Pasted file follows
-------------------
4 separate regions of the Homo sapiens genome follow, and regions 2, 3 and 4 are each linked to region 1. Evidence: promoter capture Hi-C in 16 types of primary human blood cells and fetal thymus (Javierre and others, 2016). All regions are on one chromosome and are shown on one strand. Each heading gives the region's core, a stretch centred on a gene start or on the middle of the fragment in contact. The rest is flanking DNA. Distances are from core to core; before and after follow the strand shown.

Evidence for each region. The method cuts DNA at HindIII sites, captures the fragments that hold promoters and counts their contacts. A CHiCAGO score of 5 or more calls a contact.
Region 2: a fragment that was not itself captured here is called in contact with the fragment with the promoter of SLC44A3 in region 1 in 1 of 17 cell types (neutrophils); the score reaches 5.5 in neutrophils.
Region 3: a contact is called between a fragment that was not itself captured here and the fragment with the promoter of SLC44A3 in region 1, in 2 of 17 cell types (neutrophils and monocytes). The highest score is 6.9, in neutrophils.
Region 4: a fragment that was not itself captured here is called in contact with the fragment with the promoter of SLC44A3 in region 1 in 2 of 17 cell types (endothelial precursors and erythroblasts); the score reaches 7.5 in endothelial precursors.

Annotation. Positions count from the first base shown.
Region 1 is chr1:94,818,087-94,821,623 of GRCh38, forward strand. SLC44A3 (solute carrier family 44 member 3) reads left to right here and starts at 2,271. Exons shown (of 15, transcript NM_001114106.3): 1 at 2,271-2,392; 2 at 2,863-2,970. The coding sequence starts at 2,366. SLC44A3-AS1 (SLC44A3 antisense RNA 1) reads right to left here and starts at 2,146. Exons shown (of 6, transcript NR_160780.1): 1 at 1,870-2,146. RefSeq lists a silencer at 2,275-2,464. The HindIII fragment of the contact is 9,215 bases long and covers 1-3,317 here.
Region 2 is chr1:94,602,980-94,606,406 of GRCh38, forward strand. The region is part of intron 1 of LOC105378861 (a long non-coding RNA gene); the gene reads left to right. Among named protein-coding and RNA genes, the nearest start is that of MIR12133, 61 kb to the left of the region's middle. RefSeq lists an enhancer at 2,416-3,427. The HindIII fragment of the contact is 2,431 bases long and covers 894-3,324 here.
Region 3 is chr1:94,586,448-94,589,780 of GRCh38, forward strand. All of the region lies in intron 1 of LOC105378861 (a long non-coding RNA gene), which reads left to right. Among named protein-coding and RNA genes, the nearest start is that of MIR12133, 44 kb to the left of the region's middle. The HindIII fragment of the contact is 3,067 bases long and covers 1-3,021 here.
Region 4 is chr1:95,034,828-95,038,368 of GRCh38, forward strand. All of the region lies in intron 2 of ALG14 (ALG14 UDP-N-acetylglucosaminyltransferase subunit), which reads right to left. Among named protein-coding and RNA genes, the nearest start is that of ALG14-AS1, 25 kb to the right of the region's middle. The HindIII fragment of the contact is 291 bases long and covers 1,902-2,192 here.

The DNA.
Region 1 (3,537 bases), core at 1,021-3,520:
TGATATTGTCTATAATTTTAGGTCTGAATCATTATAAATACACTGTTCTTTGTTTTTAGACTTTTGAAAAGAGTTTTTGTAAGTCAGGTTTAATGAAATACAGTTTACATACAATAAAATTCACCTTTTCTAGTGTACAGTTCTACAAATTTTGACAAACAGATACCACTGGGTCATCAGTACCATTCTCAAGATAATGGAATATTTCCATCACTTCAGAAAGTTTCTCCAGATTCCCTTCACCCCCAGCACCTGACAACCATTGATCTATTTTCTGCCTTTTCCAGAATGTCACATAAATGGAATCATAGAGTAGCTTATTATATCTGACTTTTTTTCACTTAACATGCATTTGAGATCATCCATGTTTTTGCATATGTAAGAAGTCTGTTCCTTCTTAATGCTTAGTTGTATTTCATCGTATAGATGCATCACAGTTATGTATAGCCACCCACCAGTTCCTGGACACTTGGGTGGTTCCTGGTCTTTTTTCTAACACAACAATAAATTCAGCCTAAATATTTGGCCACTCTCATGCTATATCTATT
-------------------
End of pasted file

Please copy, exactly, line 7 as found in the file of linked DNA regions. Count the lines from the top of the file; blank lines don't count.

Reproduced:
Region 1 is chr1:94,818,087-94,821,623 of GRCh38, forward strand. SLC44A3 (solute carrier family 44 member 3) reads left to right here and starts at 2,271. Exons shown (of 15, transcript NM_001114106.3): 1 at 2,271-2,392; 2 at 2,863-2,970. The coding sequence starts at 2,366. SLC44A3-AS1 (SLC44A3 antisense RNA 1) reads right to left here and starts at 2,146. Exons shown (of 6, transcript NR_160780.1): 1 at 1,870-2,146. RefSeq lists a silencer at 2,275-2,464. The HindIII fragment of the contact is 9,215 bases long and covers 1-3,317 here.